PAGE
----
Beginnings—whether a new year or a new century—offer an optimal time for evaluating goals. Quality improvement literature reminds us that goals should be specific, measurable and timely, and that progress checks are crucial. With one year left to achieve the ambitious Millennium Development Goals (MDGs), global child health stakeholders are assessing gains and gaps.
In 2000, the United Nations set the MDGs, and homed its sights on child mortality in MDG 4, aiming to cut mortality among children younger than age 5 by two-thirds by 2015, from the 1990 base figure of 12 million.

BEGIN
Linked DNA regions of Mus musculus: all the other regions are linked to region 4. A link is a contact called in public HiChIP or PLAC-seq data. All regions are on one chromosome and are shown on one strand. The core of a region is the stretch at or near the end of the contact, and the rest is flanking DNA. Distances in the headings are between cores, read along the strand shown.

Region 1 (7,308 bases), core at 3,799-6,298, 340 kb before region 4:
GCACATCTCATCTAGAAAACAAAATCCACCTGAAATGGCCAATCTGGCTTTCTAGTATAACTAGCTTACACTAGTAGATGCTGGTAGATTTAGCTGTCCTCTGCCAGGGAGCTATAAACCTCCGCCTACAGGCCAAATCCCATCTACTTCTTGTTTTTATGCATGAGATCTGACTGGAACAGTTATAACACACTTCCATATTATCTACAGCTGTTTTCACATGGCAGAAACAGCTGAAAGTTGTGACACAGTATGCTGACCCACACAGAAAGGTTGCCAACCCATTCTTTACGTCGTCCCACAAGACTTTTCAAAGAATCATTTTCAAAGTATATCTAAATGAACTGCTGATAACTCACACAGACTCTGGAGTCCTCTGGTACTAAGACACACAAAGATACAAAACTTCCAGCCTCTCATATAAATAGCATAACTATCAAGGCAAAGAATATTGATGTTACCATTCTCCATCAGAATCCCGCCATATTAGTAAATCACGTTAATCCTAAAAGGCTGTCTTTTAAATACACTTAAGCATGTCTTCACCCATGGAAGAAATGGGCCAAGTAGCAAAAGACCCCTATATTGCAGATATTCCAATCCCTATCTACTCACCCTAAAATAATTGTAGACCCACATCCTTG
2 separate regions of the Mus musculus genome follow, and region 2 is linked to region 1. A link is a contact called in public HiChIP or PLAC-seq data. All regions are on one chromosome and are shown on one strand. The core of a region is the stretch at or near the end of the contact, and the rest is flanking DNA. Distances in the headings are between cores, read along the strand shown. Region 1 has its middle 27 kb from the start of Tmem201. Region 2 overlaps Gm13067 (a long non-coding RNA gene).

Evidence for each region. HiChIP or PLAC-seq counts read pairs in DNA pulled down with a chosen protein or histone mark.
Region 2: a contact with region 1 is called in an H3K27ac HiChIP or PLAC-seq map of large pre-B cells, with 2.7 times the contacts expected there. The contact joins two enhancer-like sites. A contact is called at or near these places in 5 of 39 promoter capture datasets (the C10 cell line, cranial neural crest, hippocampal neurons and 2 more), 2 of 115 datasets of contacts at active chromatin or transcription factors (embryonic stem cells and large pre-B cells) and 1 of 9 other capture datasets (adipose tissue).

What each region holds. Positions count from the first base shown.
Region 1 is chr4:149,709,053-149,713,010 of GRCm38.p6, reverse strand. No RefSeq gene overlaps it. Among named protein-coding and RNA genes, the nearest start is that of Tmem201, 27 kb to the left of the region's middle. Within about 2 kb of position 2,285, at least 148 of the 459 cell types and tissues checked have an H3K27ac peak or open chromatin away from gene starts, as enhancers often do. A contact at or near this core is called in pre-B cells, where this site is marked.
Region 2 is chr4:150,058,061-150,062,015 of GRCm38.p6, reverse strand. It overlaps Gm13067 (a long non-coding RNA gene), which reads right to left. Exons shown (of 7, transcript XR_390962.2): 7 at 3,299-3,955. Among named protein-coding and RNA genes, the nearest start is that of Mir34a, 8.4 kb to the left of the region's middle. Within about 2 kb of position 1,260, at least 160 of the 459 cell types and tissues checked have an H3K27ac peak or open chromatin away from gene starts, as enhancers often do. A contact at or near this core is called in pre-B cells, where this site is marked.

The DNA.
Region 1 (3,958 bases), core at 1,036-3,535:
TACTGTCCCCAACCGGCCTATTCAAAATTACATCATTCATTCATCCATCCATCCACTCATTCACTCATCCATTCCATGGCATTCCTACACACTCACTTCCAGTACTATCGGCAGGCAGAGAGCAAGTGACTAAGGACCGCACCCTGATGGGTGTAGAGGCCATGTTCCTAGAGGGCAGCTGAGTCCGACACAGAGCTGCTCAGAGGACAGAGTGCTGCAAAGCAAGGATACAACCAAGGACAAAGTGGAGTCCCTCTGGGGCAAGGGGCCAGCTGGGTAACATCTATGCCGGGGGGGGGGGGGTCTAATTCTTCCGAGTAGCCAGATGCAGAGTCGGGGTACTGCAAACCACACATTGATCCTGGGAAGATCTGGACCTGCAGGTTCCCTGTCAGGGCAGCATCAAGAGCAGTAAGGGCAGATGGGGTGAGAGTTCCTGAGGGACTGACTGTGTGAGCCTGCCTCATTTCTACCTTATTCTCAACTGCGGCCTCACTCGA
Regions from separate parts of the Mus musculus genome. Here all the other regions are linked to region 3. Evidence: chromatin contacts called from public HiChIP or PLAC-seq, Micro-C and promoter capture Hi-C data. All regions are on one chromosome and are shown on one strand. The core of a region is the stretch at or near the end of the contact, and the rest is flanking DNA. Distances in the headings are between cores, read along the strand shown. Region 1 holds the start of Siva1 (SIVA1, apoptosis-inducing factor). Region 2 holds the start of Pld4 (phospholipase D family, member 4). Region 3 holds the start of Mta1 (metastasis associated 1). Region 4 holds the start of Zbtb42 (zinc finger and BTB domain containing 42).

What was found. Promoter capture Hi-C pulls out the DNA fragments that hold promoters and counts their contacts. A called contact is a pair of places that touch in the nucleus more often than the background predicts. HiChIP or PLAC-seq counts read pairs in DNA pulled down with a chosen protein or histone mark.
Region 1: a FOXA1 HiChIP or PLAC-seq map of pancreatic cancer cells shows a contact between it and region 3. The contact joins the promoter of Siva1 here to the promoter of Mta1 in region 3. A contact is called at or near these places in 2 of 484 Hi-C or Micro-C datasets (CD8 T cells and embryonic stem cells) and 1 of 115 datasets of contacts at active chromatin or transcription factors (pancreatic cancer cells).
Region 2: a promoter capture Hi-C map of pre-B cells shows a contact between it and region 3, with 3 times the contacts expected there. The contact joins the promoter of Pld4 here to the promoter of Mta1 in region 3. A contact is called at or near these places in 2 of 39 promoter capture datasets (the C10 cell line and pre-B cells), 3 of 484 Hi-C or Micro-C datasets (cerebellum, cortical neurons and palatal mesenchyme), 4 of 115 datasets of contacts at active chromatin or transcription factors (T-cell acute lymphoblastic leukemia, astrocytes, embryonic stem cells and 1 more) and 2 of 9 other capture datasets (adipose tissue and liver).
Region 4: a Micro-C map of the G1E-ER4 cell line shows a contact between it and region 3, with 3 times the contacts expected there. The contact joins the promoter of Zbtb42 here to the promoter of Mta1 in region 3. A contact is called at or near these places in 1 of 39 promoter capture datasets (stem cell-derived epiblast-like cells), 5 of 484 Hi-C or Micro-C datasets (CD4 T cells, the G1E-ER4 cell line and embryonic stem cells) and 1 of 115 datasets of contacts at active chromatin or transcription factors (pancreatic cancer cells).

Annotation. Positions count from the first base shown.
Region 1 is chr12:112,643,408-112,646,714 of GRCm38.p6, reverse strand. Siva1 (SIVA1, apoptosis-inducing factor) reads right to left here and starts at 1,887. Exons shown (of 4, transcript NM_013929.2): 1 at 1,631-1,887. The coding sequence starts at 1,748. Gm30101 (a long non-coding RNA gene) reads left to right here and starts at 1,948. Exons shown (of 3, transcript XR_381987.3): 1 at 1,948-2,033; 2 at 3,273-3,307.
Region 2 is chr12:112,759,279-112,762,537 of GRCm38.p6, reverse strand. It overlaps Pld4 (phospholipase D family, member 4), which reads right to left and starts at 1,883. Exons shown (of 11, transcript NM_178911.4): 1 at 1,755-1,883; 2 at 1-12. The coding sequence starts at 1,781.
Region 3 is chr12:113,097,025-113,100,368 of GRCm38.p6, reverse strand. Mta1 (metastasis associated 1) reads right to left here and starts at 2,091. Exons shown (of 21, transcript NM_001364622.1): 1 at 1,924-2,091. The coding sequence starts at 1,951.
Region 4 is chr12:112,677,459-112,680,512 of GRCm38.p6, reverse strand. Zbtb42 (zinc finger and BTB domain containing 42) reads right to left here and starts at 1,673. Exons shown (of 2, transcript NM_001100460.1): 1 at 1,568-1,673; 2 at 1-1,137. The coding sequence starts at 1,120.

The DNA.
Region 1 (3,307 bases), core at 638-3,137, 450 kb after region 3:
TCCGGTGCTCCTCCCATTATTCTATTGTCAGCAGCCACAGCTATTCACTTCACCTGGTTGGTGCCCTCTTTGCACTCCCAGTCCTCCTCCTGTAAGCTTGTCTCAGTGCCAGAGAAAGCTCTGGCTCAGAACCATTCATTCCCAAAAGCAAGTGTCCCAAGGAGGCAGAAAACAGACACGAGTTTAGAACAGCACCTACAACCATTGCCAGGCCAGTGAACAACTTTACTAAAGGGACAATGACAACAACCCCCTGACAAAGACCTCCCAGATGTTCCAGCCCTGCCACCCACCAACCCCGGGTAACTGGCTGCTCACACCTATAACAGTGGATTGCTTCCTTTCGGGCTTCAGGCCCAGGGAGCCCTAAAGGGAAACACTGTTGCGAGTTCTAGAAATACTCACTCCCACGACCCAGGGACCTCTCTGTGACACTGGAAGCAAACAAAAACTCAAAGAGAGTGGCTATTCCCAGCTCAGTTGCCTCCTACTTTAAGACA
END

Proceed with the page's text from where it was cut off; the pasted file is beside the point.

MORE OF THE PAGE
By 2012, the figure was nearly halved to 6.6 million.
“There’s a hopeful sense,” says Judith Palfrey, MD, director of Boston Children’s Hospital’s Global Pediatrics Program in the Department of Medicine. At the same time, the goal remains “seriously off target for many countries,” wrote Zulfiqar Bhutta, MB, BS, PhD, from the Hospital for Sick Children in Toronto, and Robert Black, MD, from Johns Hopkins University in Baltimore, in The New England Journal of Medicine in December.
Palfrey agrees, noting that while some countries are on track to meet the goal, some have stagnated and some have regressed. “It may be that there are some intractable issues,” she says. The countries that have failed to make progress are marked by corrupt governments, armed conflict or both. Full story »